Yellow-crowned Night-Heron, Western Sandpiper Double-crested Cormorant, Mallard, Turkey Vulture, Greater Yellowlegs, Lesser Yellowlegs, Semipalmated Sandpiper, Herring Gull, Ring-billed Gull, Belted Kingfisher, American Crow, Downy Woodpecker


Exeter Wastewater Treatment Plant, Exeter, NH:
Blue-winged Teal, Bobolink

Elm Street, Salisbury:
Solitary Sandpiper, Spotted Sandpiper, Least Sandpiper, Killdeer, Tree Swallow, Mallard, Wood Duck, Chipping Sparrow

Hilldale Avenue, South Hampton, NH:
Eastern Bluebird, Osprey, Bald Eagle, Pileated Woodpecker, Common Nighthawk, Turkey Vulture, Red-tailed Hawk, American Crow, Barn Swallow, Great Blue Heron, Wild Turkey, Cooper's Hawk, Barred Owl, Great Horned Owl 

Parker River, Newbury:
Least Sandpiper, Spotted Sandpiper, Tree Swallow, Barn Swallow, Willet, Great Egret, Glossy Ibis

Various Areas in West Newbury:
Red-tailed Hawk, Belted Kingfisher, Eastern Phoebe, Wood Duck, American Goldfinch

Route 1 Traffic Circle, Newburyport:
Pine Siskin, Turkey Vulture, Chimney Swift, Tree Swallow

Granite State Whale Watch out of Rye, NH:
Cory's Shearwater, Great Shearwater, Wilson's Storm Petrel, Northern Gannet, Semipalmated Sandpiper, Red-necked
Phalarope, Eastern Kingbird, Bay-breasted Warbler, Yellow Warbler, Warbler Species 

Maudslay State Park, Newburyport:
Bald Eagle, Barred Owl, Tree Swallow

Various Areas in Boxford:
Common Nighthawk 

New Hampshire Seacoast:
Buff-breasted Sandpiper, Red-necked Phalarope, Whimbrel, Black Tern, Arctic Tern, Roseate Tern, Red Knot, Whimbrel, Little Blue Heron, Sanderling, Ruddy Turnstone, Short-billed Dowitcher, Piping Plover, Laughing Gull, Bonaparte's Gull, Peregrine Falcon, Western Sandpiper, White-rumped Sandpiper, Yellow-crowned Night-Heron, Black-crowned Night-Heron, Black Guillemot, Cory's Shearwater, Northern Gannet, Tree Swallow, Willet, Fish Crow, Wilson's Storm-Petrel, American Bittern, Merlin 

Sunset Boulevard, Newbury:
Yellow-crowned Night-Heron, Eastern Kingbird

Woodsom Farm, Amesbury:
Gray Catbird, Eastern Phoebe, Northern Mockingbird, Song Sparrow, Blue Jay, Northern Flicker, Northern Cardinal, Downy Woodpecker, Common Yellowthroat, American Goldfinch,  Black-capped Chickadee, Ruby-throated Hummingbird, White-breasted Nuthatch, Mourning Dove, American Crow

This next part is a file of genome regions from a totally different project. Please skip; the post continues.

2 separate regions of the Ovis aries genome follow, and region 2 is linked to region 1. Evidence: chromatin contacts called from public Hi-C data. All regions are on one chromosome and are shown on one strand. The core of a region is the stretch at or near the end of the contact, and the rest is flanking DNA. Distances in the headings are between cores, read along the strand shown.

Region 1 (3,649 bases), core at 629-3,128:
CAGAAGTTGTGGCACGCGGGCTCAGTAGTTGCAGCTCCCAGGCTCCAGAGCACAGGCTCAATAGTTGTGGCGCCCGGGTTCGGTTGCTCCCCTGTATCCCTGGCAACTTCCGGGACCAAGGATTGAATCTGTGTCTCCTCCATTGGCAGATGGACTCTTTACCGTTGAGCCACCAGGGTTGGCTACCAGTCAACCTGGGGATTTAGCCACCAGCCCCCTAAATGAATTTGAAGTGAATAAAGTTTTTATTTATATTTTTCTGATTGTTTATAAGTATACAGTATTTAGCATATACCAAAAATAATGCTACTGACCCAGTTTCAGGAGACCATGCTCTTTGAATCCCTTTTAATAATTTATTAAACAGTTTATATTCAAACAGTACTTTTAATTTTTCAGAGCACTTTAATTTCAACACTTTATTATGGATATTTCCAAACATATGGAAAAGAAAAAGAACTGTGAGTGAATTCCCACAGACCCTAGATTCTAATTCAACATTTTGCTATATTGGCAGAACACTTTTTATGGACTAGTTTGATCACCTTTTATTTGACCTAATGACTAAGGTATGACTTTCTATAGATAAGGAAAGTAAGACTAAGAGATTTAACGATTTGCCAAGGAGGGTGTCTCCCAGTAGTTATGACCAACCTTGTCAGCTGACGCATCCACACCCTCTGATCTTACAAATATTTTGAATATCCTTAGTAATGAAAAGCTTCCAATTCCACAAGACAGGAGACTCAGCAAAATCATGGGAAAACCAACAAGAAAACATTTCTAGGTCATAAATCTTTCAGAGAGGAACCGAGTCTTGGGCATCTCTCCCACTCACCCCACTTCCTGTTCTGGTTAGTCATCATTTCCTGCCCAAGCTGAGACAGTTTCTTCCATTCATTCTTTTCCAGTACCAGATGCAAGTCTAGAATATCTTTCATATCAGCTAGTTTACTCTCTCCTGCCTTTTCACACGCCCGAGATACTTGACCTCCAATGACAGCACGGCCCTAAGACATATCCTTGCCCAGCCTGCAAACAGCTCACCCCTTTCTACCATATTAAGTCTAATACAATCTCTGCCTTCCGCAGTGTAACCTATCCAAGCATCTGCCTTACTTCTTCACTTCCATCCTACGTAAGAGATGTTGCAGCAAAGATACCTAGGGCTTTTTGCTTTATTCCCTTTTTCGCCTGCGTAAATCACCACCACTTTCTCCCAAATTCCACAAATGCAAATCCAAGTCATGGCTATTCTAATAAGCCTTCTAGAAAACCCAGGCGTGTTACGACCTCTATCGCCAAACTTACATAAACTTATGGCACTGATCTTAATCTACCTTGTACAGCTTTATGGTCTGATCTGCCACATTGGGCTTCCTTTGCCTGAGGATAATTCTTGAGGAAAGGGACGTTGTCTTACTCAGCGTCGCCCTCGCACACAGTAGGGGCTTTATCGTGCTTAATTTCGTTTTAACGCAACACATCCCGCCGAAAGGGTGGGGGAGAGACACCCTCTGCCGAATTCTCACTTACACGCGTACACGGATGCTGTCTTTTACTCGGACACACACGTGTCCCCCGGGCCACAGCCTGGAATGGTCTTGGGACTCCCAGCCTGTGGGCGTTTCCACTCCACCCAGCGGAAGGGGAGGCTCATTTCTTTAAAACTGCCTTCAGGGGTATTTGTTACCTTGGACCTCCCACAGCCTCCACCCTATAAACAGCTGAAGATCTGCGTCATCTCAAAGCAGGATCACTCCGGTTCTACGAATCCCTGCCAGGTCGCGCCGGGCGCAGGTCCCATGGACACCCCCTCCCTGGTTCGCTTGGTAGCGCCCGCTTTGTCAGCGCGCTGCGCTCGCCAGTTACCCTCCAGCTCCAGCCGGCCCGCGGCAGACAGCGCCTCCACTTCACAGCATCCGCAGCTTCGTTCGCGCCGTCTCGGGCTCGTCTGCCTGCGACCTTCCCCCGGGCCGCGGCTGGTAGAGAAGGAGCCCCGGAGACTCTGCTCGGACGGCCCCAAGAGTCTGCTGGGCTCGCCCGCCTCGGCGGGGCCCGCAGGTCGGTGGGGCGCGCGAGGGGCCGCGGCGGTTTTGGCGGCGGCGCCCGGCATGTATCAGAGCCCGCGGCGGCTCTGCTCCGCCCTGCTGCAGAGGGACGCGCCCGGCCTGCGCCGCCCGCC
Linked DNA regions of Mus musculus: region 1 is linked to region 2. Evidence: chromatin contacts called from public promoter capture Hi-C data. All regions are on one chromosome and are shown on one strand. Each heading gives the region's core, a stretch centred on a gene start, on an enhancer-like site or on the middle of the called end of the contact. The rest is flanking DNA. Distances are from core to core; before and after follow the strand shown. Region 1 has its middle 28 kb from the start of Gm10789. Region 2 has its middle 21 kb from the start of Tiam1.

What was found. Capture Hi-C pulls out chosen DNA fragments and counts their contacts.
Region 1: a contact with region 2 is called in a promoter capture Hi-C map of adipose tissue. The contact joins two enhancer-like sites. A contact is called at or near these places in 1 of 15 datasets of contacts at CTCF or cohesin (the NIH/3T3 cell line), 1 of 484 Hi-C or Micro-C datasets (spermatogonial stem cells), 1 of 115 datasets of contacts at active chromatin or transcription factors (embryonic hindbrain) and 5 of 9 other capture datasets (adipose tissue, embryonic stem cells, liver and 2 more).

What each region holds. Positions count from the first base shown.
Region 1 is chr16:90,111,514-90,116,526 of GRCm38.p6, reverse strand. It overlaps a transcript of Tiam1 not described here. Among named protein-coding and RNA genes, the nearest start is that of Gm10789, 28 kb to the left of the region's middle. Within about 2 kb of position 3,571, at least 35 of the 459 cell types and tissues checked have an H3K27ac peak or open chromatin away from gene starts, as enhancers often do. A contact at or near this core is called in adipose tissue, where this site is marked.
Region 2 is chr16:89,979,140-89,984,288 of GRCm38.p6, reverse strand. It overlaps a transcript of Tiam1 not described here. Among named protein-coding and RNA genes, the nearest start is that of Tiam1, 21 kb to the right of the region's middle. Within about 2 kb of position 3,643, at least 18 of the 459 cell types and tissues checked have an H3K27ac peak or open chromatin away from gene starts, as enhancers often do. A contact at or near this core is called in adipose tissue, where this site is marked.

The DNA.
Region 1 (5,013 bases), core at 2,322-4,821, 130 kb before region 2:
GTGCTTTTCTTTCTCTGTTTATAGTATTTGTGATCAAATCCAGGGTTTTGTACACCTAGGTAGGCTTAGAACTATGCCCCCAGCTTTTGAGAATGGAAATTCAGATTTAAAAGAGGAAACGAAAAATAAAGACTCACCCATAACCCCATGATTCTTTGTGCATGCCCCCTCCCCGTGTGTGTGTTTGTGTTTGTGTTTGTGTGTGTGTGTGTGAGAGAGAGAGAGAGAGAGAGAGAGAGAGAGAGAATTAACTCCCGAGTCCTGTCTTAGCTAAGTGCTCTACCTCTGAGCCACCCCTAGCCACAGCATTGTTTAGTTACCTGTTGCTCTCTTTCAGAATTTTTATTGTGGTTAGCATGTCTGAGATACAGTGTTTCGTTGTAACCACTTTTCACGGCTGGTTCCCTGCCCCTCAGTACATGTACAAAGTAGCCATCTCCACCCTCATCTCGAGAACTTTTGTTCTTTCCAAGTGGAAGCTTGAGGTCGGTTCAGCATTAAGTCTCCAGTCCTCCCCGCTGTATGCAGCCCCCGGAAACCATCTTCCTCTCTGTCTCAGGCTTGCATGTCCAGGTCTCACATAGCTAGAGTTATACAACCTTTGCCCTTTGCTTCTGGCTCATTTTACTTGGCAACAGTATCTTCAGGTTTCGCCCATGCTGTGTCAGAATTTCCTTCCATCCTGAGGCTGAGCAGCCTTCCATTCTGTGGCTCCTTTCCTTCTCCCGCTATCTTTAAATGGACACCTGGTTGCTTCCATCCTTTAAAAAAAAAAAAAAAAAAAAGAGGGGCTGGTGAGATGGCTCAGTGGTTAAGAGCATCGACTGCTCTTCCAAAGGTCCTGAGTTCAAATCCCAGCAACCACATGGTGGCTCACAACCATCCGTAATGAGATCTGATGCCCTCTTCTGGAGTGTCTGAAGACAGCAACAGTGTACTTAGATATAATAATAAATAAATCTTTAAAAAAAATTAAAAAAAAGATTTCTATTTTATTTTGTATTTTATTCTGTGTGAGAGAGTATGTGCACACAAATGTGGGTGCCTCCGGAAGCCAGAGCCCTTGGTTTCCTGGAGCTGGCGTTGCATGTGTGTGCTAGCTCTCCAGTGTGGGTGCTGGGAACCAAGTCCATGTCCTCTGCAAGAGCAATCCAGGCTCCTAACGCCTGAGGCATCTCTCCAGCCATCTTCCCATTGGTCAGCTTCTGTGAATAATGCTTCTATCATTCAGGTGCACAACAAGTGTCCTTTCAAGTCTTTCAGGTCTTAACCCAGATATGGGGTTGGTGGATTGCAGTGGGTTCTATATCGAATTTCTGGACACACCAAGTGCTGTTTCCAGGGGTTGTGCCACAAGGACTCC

Monday, August 24, 2015

The Pied-billed Grebe is a Feather Eater!

Pied-billed Grebe by Rick Heil

I've seen a Pied-billed Grebe at the salt pannes a few times on the Refuge recently.  I introduced the bird to a new birder on Thursday evening.  Grebes do fascinate me!


Gill's "Ornithology" mentions “…grebes have high wing loading.  To take off, they must run over the water, flapping their wings to gain enough lift for flight."  Lots of energy is expended to take flight; an apprehensive grebe will dive, sink or swim to escape predators. Once while foraging in vegetation a grebe sunk and revealed only its bill above water; I thought of a submarine, a ship that can operate both under and on top of the water, 
and that bill was the periscope. 


Grebes have tiny, saw-like teeth on the edge of their bill which aid them in feeding on aquatic invertebrates, vegetation, insects, fish and frogs.  This chicken-like bird is usually absent from our landscape from the middle of November to the middle March.  In late fall, they migrate south where it’s certain to be more hospitable.  Veit and Petersen’s “Birds of Massachusetts” reports Pied-billed Grebes are first “irregular in winter” and secondly, “During mild seasons, when ponds and bays remain unfrozen, Pied-billed Grebes are capable of surviving the entire winter in Massachusetts.  Most birds are found on Cape Cod and the island, but there are midwinter reports from inland localities…”

Grebes compress air out of their feathers and air sacs by contracting the firm and toned abdominal muscles which regulate their buoyancy and shape.  Their plumage is satiny and well preened.  They are similar to coots and phalaropes in that their toes are lobed and each toe has lobes extending out on the sides providing extra surface area for paddling. The grebe's tarsi are laterally compressed. 
Highly designed for water with legs set far back on the body like "divers", making them efficient waterbirds.  They’re gawky on the solid part of the earth's surface and come to land to nest. They bathe and preen in the sun while I peered through my scope.  I watched as they used their billsto obtain oil from the oil gland.  Grebes are often described as tail-less, and Proctor & Lynch’s “Manual of Ornithology” refers to the tail of the grebe as vestigial. 
I read in Alexander Wetmore's “Water, Prey and Game Birds of North America” that grebes eat their own feathers. Wetmore states "Strangely, grebes eat their own feathers, retaining them in their stomachs in a tight ball until they disintegrate enough to pass through.  The clumps may hold back such objects as fish bones until they are soft enough to digest."  Wetmore, a past president of the American Ornithologist's Union, lists the Pied-billed Grebe’s monikers as “hell-diver, water witch and dabchick”.